The bee's knees of bug dishes
June 3rd, 2013
04:30 PM ET
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Kate Krader (@kkrader on Twitter) is Food & Wine's restaurant editor. When she tells us where to find our culinary heart's desire, we listen up.

It’s already been a big year for bugs. There are the horror movie-style warnings of the cicada invasion that is supposed to hit any minute now. More recently, Eatocracy highlighted a new United Nations report, "Edible Insects: Future Prospects for Food and Feed Security," that tells you everything you need to know about its message in the title.

If you don’t eat insects, you might one day be in the minority. Two billion people worldwide chow down on them, according to the Food and Agriculture Organization of the United Nations, which sees bugs as a terrific source of viable protein.

Even better, you have lots of choices: It’s estimated that there are 1,900 different insect species to eat. Here, a couple good options to get non-insect eaters started.

What: Blue Corn Tacos with Wax Moth Larvae
Where: Don Bugito (
San Francisco, California)
This food truck from chef/artist Monica Martinez brilliantly calls itself a Prehispanic Snackeria. Its website features glorious pictures of dishes like Chocolate-Covered Crickets with Itty Bitty Grains of Salt, and the truck and catering company specializes in dishes like Blue Corn Tacos with Wax Moth Larvae. “All our dishes contain edible bugs” is the proud tagline on the menu.

What: Peas with Carrot Foam and Mealworms
Where: Aphrodite (Nice, France) 

This Michelin-starred restaurant offers a whole insect-focused "Alternative Food" prix fixe menu for 59 euros, which includes a corn crémeux with foie gras and crickets (chef David Faure says crickets have a popcorn-like flavor), and peas with carrot foam and mealworms.

What: Amazonian Ants with Germinated Coconut
Where: D.O.M. (São Paulo, Brazil)
One of the world’s great chefs, Alex Atala, spotlights the diversity of his native Brazilian ingredients at D.O.M. That includes raw Amazonian ants served on top of cubes of germinated coconut with seaweed. Atala told the British newspaper The Guardian that he encountered the ants on an Amazon trip: “I was with the Baniwa tribe in the far north, near the Venezuelan border. Interestingly, they don’t eat these ants for protein, the way other cultures often eat insects, but as a treat, a bit like sweets.”

What: Bee Larvae Beer
Where: Noma’s Nordic Food Lab (Copenhagen, Denmark)
It’s not just elite South American and French chefs who are pushing bug cuisine boundaries. Last summer, chef René Redzepi of Noma - which was named the World’s Best Restaurant by Restaurant magazine for three years in a row - made headlines when he served live ants at his restaurant. Now, his food lab, located on a houseboat, is experimenting with beer, including one made with bee larvae. Lab director Michael Born Frøst was asked if there’s anything he wouldn’t put in the beer. “No,” he said.

What: Cicada Sushi
Where: Miya’s Sushi (New Haven, Connecticut)
Of course someone was going to get creative with the billions of cicadas we’re expecting. That person could well be sushi chef Bun Lai, who has already garnered tons of accolades for his environmentally focused restaurant, Miya’s Sushi, not to mention the attention for his fried rice with mealworms and crickets. He told the New Haven Register, in a story headlined “If You Can’t Beat Them, Eat Them,” that he’s going to fill a freezer full of cicadas. Then, he’ll steam or boil them with flavorings. “I don’t want to take something that’s inherently nutritious and deep-fry it,” he explained. “If I’m going to interrupt this amazing, 17-year life cycle, I’m going to honor it and respect it.”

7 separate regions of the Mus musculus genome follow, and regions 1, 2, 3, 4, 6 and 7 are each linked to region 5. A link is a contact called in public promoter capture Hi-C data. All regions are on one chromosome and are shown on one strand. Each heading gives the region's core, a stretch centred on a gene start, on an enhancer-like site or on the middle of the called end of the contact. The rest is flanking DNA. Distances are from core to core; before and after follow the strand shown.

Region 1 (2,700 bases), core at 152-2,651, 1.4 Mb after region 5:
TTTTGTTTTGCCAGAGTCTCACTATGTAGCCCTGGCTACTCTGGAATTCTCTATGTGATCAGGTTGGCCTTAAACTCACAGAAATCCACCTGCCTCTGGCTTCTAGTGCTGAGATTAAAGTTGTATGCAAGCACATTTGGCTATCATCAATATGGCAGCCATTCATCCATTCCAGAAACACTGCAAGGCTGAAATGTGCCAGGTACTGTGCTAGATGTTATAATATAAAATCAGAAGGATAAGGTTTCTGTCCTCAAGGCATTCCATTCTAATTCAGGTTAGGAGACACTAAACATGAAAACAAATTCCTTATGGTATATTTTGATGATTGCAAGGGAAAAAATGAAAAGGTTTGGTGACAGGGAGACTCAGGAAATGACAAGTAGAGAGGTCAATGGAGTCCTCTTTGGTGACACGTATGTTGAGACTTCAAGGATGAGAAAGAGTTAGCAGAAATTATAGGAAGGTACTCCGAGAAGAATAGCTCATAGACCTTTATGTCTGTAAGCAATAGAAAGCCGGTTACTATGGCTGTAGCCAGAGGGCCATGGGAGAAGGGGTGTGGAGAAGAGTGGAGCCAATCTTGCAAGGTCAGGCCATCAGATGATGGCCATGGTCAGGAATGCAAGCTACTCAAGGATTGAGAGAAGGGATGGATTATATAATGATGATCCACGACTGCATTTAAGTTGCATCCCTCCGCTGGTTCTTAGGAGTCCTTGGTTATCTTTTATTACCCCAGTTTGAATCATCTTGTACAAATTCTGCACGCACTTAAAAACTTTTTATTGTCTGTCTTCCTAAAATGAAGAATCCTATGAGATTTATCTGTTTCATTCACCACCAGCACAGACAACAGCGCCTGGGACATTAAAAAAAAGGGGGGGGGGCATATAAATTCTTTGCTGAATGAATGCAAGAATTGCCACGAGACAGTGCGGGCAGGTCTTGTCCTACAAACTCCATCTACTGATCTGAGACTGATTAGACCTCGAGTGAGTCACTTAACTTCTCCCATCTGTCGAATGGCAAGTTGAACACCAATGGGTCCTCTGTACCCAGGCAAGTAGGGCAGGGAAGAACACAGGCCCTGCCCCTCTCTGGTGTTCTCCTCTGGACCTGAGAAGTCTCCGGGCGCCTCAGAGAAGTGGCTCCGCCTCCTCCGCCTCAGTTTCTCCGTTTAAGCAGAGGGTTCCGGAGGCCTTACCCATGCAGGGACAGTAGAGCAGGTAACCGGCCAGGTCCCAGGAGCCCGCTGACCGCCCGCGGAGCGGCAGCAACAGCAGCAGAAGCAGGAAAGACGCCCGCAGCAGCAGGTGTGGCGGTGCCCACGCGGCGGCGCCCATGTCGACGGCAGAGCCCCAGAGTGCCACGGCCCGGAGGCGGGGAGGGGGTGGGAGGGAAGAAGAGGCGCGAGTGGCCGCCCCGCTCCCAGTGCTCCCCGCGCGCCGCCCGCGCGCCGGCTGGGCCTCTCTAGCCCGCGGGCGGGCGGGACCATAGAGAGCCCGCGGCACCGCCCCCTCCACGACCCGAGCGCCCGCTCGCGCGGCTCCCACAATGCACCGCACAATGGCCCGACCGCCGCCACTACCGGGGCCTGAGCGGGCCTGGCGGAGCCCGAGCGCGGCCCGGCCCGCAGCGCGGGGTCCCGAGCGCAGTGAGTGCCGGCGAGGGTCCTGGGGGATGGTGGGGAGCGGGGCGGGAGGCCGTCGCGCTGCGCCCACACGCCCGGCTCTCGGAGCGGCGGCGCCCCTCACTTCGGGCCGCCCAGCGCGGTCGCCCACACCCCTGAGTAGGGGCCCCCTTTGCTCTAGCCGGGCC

More from Food & Wine:

Best Burgers in the U.S.

America’s Wacky Fair Foods

America’s Weirdest Regional Foods

America’s Best Bars

Summer Grilling Recipes

Previously:
Where to eat insects in the U.S.
Eat insects, save the world says U.N.
Get your grubs on around the world
Mexico's insects may hold the key to battling hunger
The case for eating insects
Health department bugs out over grasshopper tacos
I scream, you scream, we all scream when there are cicadas in the ice cream

© 2011 American Express Publishing Corporation. All rights reserved.

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Filed under: Content Partner • Food and Wine • Ingredients • Insects


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    June 11, 2013 at 8:47 pm |
  3. rh

    Only issue is where the bugs are from and how they were grown. I would NEVER eat a cicada near where I live (NYC) because there are so many pesticides and pollutants around.

    June 4, 2013 at 12:33 pm |
  4. foodieinternational

    Don't forget the popular insect dishes of Southeast Asia! I recently visited Romdeng, a restaurant in Phnom Penh, Cambodia that serves up several unusual signature dishes, from citrus-flavored red tree ants to deep-fried tarantula.The restaurant is part of an organization that trains and employs disadvantaged street youth in the food and hospitality industry. Romdeng's self-proclaimed "creative Cambodian cuisine" and corresponding cookbooks have won multiple international awards.

    June 3, 2013 at 10:01 pm |
    • epenguin

      Yet we live in a civilized 21st century society that is not a 3rd world country, why would we have to eat insects? Seem disgusting. Id prefer to eat grass.

      June 4, 2013 at 4:36 pm |
  5. Edwin

    Slimy yet satisfying!

    June 3, 2013 at 6:16 pm |
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